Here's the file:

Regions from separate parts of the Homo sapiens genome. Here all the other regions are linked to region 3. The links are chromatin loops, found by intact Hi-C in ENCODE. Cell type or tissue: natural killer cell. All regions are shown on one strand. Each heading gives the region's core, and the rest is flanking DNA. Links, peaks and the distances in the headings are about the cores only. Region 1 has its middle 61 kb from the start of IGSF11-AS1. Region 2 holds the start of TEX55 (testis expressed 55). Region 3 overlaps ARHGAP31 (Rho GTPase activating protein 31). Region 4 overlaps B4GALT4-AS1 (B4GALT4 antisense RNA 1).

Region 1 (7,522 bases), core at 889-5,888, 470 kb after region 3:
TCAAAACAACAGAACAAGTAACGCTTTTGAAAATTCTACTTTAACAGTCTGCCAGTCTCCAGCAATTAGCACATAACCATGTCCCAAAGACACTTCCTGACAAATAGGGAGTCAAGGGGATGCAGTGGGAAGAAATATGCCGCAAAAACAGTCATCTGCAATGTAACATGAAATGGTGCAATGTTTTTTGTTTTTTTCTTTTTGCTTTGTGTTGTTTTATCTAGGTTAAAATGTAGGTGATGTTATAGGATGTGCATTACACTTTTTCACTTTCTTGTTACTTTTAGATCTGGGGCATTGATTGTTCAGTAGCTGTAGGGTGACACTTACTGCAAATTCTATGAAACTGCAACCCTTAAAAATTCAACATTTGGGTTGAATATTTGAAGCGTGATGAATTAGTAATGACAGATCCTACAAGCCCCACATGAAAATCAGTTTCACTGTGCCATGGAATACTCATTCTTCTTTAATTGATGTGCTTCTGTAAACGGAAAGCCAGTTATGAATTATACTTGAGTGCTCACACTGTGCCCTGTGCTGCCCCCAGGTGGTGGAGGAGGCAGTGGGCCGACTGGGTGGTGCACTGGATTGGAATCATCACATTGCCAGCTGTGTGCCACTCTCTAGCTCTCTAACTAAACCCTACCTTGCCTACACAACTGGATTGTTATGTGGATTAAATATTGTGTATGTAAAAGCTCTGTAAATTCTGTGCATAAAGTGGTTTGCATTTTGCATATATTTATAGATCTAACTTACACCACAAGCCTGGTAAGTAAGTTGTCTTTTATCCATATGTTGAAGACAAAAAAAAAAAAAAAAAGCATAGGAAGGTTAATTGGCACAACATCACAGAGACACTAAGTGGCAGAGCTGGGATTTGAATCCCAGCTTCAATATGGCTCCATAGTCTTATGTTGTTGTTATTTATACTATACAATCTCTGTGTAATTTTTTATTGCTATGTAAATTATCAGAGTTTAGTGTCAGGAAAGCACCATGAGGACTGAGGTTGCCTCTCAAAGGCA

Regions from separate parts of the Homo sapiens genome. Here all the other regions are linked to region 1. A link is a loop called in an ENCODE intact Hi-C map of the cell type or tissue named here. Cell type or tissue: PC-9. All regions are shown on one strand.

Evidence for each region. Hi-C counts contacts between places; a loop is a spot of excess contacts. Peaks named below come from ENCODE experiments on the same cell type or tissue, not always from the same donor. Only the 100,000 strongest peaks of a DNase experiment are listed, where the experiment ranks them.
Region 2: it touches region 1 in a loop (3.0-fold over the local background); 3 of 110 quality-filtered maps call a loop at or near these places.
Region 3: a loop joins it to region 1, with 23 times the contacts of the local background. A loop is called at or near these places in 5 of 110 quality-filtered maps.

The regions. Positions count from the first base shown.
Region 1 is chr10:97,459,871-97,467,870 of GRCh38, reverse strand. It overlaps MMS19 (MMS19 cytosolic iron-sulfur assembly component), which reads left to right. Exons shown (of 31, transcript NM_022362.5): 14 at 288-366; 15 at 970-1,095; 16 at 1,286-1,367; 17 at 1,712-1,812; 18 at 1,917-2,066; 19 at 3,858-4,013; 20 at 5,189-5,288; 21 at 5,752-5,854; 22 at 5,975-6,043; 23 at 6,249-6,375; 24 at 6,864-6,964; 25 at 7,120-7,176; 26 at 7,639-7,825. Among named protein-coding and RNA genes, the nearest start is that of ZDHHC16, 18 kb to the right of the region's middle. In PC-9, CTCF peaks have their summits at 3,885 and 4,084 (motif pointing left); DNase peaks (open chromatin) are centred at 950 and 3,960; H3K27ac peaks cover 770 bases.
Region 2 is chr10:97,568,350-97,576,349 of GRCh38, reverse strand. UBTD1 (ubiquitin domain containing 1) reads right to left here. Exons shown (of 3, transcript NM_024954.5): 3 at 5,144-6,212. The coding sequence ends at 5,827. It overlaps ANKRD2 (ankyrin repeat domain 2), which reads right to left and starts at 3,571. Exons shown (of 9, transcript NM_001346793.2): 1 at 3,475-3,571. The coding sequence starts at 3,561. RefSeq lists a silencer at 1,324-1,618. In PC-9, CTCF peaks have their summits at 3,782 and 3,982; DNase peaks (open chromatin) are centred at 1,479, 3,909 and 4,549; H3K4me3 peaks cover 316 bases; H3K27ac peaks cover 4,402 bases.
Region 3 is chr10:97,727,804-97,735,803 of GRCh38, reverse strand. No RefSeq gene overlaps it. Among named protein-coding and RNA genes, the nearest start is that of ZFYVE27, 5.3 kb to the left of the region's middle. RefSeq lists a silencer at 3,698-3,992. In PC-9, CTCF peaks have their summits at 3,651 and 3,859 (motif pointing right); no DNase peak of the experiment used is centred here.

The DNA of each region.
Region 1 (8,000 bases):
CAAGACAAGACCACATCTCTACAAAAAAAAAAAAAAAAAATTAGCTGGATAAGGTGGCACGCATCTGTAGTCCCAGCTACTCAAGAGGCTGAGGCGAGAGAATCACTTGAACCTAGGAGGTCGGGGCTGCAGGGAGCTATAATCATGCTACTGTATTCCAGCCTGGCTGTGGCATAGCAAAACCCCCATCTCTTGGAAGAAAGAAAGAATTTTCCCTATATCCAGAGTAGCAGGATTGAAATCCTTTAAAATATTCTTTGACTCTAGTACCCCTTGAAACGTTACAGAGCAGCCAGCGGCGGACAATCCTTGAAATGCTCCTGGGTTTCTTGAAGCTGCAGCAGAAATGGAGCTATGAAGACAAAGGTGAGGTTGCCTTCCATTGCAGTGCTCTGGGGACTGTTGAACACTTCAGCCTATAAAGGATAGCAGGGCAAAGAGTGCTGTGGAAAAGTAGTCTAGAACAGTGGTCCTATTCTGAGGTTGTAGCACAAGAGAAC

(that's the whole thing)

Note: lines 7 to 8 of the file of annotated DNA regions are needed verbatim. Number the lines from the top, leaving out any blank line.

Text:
Region 3: a loop joins it to region 1, with 23 times the contacts of the local background. A loop is called at or near these places in 5 of 110 quality-filtered maps.

The regions. Positions count from the first base shown.